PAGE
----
Ambient Temperature monitoring
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About Ambient Monitoring
The guidelines that need to be maintained are present on almost all product data sheets. For example, many product data sheets advise Painters not to apply coatings when the relative humidity (RH) is above 85% or when the dew point is less than 3 degrees Celsius above the surface temperature.
Importance of environmental conditions
Optimal environmental conditions are essential for surface preparation, application, and curing of coatings and linings to maximize successful performance. Here we present the five environmental conditions that should be observed and measured and the effect each condition has on a successful job.
Surface preparation and the application of coatings and linings should be performed under optimum environmental conditions to help prevent failures. A variety of instruments are available to measure the five conditions that should be observed and tracked:
Relative humidity (RH)
Dew point temperature
The difference between the surface and dew point temperatures
It is commonly known that most coatings will not dry properly at low temperatures and high relative humidity (RH). Less understood is the impact surface moisture has on the life and performance of materials.
Moisture forms on a surface when warmer, moist air comes into contact with it—a process called condensation. Moisture will cause unprotected steel to rust. Trapped between a coating and a substrate, moisture will likely cause the applied system to fail prematurely.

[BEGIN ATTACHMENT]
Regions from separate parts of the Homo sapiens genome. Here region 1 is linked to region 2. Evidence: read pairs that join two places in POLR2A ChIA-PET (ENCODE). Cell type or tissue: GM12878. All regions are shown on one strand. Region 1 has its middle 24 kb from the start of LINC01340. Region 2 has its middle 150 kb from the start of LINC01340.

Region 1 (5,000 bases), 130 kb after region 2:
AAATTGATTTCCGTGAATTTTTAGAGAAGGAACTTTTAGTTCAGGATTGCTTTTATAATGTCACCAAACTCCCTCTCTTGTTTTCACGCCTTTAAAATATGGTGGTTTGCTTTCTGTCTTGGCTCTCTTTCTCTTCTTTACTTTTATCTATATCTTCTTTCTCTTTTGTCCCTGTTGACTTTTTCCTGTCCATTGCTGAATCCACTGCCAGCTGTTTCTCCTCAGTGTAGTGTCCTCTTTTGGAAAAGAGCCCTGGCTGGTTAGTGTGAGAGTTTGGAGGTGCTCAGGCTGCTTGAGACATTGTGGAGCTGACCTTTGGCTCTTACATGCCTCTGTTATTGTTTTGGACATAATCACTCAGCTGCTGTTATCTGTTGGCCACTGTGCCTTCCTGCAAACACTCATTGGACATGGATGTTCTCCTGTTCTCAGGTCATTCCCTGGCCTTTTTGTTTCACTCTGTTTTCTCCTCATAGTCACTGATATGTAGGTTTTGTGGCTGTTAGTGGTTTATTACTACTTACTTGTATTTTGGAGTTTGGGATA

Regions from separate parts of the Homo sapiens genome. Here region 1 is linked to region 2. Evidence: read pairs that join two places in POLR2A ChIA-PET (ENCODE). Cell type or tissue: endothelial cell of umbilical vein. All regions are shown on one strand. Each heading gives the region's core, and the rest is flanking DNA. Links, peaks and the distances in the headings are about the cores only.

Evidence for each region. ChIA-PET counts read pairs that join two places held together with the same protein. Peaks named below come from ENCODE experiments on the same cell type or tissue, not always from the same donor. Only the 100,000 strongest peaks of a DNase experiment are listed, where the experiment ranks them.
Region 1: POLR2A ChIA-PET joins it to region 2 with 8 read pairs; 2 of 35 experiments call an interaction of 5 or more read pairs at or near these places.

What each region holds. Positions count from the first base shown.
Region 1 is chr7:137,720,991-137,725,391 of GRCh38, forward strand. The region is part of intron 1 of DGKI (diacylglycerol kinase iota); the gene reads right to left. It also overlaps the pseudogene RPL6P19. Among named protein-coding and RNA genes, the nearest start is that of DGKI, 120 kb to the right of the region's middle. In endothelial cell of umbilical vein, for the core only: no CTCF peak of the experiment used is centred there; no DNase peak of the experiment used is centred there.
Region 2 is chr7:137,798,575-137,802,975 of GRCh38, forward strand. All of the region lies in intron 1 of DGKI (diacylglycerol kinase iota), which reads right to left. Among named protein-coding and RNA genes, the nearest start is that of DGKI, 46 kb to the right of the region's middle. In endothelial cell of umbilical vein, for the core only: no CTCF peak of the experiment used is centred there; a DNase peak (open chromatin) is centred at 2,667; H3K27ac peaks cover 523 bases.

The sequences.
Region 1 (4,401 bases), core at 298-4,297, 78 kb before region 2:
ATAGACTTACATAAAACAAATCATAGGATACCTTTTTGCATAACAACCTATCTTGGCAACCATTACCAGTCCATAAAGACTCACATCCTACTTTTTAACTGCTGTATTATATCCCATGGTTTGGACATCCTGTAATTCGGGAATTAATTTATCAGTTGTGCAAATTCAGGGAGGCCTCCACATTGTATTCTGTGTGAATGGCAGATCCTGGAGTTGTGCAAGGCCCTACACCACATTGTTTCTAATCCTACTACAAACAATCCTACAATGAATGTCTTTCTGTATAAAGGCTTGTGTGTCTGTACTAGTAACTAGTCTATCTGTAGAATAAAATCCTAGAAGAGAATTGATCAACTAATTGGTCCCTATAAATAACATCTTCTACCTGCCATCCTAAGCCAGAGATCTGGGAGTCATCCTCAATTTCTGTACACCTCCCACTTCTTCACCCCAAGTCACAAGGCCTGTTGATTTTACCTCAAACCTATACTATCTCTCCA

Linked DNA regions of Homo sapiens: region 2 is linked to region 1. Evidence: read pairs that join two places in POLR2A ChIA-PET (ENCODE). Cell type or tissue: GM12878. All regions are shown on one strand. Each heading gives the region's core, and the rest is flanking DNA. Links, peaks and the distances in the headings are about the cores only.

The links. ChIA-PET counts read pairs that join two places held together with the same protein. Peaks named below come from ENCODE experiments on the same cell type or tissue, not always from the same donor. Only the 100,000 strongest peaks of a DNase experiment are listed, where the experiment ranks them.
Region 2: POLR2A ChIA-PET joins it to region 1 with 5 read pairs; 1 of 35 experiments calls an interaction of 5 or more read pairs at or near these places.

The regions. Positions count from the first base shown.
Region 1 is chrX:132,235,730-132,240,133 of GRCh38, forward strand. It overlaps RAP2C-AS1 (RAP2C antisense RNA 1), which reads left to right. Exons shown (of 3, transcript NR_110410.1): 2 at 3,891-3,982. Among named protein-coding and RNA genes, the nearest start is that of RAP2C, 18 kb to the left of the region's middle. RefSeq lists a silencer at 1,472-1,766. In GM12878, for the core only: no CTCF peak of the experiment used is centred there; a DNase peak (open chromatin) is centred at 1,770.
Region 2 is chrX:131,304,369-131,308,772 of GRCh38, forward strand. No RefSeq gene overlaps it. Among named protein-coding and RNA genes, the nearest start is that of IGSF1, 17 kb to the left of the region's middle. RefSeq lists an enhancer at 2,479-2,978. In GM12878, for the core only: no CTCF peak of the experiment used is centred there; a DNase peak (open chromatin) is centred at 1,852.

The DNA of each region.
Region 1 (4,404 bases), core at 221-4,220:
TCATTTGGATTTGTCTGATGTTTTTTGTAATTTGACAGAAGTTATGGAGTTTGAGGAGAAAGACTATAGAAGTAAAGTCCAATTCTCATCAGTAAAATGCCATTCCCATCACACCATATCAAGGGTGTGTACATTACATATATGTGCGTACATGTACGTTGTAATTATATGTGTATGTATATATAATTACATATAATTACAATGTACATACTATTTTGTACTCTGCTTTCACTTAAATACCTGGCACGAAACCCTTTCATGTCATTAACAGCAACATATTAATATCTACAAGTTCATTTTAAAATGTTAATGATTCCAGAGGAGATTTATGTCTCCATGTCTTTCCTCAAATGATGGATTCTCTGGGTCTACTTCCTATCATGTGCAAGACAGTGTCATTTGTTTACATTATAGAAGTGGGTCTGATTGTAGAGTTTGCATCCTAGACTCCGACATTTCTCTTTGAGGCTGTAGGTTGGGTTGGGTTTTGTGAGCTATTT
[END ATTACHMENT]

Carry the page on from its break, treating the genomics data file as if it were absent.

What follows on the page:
Light condensation on blasted surfaces can be difficult to observe. Rather than detect this moisture, instruments are used to help assess the risk of moisture forming in the first place. Tests should be performed to calculate the dew-point temperature before, during, and after the coating process. Dew point temperature should be compared to the surface temperature to ensure the two are far enough apart that moisture formation is unlikely.
Careful observation of atmospheric conditions and a good understanding of their impact on the quality and long-term health of coating and lining applications are important to all contractors and inspectors.
How do Environmental Conditions Affect Coating and Paint Performance?
Air and Surface Temperatures
The first parameters necessary to assess the risk of moisture formation on a substrate are the temperature of the surface to be prepared or coated and the temperature of the air near that surface. At night, steelwork usually radiates heat and is cooled below air temperature. During the day, it absorbs heat and is usually warmer than the air temperature.